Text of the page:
Culture Change Within BLM Slow and Uneven

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Monday, March 18, 2024
Chandra Rosenthal (303) 898-0798

Culture Change Within BLM Slow and Uneven

New Bureau of Land Management All-Employee Survey Yields Mixed Results


Washington, DC — The latest all-employee survey within the U.S. Bureau of Land Management (BLM) produced surprising results that vary widely from state to state and program to program within the agency, according to Public Employees for Environmental Responsibility (PEER). Ironically, one point of general agreement is that BLM was unlikely to use the survey results to make it a “better place to work.”

These results are part of the 2023 government-wide Federal Employee Viewpoint Survey (FEVS), which is administered annually by the Office of Personnel Management. The uniform 91-question survey enables comparisons between federal agencies and among different branches of the same agency, as well as the ability to track morale trends over time.

BLM had not made its agency-wide results available to employees but instead only distributed the results for each office to that office. Looking at the full results, however, produced some notable contrasts, including –

  • Respect for top agency leadership ranged from 65% in the California office down to 44% in next door’s Nevada Office. Barely more than half (54%) of BLM employees agree that “My organization’s senior leaders maintain high standards of honesty and integrity.” This number falls to just 37% in Wyoming, compared to 62% government-wide;
  • D.C. Headquarters employees were nearly twice as likely as field offices to report they could not disclose a “violation of any law, rule, or regulation without fear of reprisal’ and that “arbitrary action, personal favoritism, and/or political coercion” are tolerated;
  • One major outlier was BLM’s National Fire Center, which responded significantly more positively to nearly every question. For example, 93% of Fire Center employees say they “are protected from health and safety hazards on the job” (compared to 72% of Nevada Office employees), although their job is inherently far more dangerous; and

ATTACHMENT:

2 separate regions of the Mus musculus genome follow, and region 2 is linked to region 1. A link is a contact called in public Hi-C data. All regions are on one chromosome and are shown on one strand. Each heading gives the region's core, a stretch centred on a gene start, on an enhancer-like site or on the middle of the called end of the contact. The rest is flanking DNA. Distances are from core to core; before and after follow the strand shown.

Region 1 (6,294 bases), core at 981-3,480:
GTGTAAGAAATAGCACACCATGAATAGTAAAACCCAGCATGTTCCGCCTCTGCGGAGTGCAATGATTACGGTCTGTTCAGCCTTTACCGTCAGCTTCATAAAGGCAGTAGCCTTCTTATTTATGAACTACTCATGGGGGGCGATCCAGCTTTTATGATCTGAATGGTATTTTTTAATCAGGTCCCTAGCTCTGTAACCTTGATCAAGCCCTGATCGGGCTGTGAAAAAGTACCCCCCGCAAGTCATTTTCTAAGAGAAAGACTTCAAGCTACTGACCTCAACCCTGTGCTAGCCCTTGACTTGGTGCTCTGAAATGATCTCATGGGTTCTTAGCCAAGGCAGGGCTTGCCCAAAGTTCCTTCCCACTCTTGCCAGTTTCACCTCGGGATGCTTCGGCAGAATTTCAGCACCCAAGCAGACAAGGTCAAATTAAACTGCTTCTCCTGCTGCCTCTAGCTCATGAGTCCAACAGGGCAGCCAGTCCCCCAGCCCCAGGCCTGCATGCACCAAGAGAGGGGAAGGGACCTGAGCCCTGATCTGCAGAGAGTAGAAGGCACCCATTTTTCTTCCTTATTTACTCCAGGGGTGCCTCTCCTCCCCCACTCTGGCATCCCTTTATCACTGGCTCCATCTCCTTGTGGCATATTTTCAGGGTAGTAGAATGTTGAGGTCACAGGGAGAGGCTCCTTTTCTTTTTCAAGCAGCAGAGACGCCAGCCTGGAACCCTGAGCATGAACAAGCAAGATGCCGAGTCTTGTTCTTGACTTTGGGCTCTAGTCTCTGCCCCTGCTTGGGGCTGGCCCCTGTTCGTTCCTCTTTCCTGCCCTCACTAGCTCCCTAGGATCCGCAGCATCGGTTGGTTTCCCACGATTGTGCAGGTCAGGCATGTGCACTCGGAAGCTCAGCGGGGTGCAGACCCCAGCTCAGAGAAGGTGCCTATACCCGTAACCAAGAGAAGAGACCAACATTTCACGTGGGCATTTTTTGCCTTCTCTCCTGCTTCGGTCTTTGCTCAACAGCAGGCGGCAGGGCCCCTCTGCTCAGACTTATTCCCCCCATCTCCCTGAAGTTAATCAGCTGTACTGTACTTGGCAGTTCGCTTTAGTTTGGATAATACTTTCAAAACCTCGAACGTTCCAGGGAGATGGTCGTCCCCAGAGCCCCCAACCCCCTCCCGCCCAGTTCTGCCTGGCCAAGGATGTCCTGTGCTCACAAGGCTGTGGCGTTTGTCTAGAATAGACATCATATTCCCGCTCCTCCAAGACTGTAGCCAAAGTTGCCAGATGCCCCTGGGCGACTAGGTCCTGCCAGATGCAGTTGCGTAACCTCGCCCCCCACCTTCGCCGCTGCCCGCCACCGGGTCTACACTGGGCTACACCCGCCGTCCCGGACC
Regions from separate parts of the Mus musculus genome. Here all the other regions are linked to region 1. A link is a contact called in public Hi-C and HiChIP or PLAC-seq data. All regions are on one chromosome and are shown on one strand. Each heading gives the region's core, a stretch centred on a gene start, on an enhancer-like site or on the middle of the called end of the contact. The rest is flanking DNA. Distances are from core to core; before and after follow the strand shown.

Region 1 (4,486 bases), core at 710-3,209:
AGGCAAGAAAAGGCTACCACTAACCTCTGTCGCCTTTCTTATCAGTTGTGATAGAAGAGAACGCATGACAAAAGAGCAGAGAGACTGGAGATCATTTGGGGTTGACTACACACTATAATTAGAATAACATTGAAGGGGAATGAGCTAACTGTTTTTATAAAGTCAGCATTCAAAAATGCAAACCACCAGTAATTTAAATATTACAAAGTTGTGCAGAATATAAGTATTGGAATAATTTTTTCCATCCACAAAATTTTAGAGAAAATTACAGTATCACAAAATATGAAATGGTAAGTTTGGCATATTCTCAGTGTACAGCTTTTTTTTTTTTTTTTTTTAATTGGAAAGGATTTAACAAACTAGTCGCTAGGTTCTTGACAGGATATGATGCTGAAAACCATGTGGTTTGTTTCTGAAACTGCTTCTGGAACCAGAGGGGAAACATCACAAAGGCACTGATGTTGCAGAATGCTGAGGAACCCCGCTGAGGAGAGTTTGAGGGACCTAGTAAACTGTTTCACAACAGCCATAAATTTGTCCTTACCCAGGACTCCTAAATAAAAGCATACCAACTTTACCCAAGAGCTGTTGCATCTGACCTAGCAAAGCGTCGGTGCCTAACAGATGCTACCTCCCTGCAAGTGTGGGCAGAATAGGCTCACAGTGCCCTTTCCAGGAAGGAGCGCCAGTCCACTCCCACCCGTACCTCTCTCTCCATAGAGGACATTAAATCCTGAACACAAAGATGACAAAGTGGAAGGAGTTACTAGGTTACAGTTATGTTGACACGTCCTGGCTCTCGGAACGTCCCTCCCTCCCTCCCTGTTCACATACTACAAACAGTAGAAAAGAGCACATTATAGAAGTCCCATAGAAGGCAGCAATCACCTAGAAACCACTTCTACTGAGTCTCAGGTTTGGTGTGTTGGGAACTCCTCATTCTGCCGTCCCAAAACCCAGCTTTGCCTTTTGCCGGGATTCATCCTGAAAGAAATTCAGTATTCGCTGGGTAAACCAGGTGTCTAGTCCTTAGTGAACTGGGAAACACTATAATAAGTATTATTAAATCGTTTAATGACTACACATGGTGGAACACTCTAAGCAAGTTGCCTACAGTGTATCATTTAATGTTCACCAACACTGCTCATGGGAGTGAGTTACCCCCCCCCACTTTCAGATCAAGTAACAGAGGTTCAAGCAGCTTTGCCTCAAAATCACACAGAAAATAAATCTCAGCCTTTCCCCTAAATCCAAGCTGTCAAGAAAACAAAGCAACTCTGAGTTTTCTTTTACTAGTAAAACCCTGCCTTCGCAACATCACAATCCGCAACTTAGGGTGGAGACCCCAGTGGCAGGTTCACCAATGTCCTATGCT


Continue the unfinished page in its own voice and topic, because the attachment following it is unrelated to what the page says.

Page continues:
• 43% of Headquarters staff report teleworking every workday, compared to 2% of Wyoming staff.

“Although Director Tracy Stone-Manning has attempted to institute a culture change within BLM, there is still a long way to go,” remarked Rocky Mountain PEER Director Chandra Rosenthal. “Keeping this survey information confined to each unit adds to the perception that BLM is balkanized and lacks an agency-wide sense of itself.”

At the same time, BLM is historically one of the most understaffed land management agencies. For example, in 2022, BLM had only 4.18 employees for every 100,000 acres of land to manage, while National Parks had a whopping 24.57 employees for every 100,000 acres of land. Yet, BLM lands are managed for far more complex multiple uses, including grazing, mining, oil and gas drilling, and off-road vehicle use, than are most Park Service lands. At the same time, BLM is getting thinner, with only 10,242 employees in 2022 compared to 10,356 in 2015.

“Notwithstanding the lack of funding, substantial majorities of responding BLM employees describe it as ‘a good place to work,’” added Rosenthal. “Despite much lower staffing, BLM appears to have much higher morale than the National Park Service.”


Look at BLM-wide responses to selected questions

See the entire 2023 BLM FEVS survey results

Compare the poor National Park Service morale

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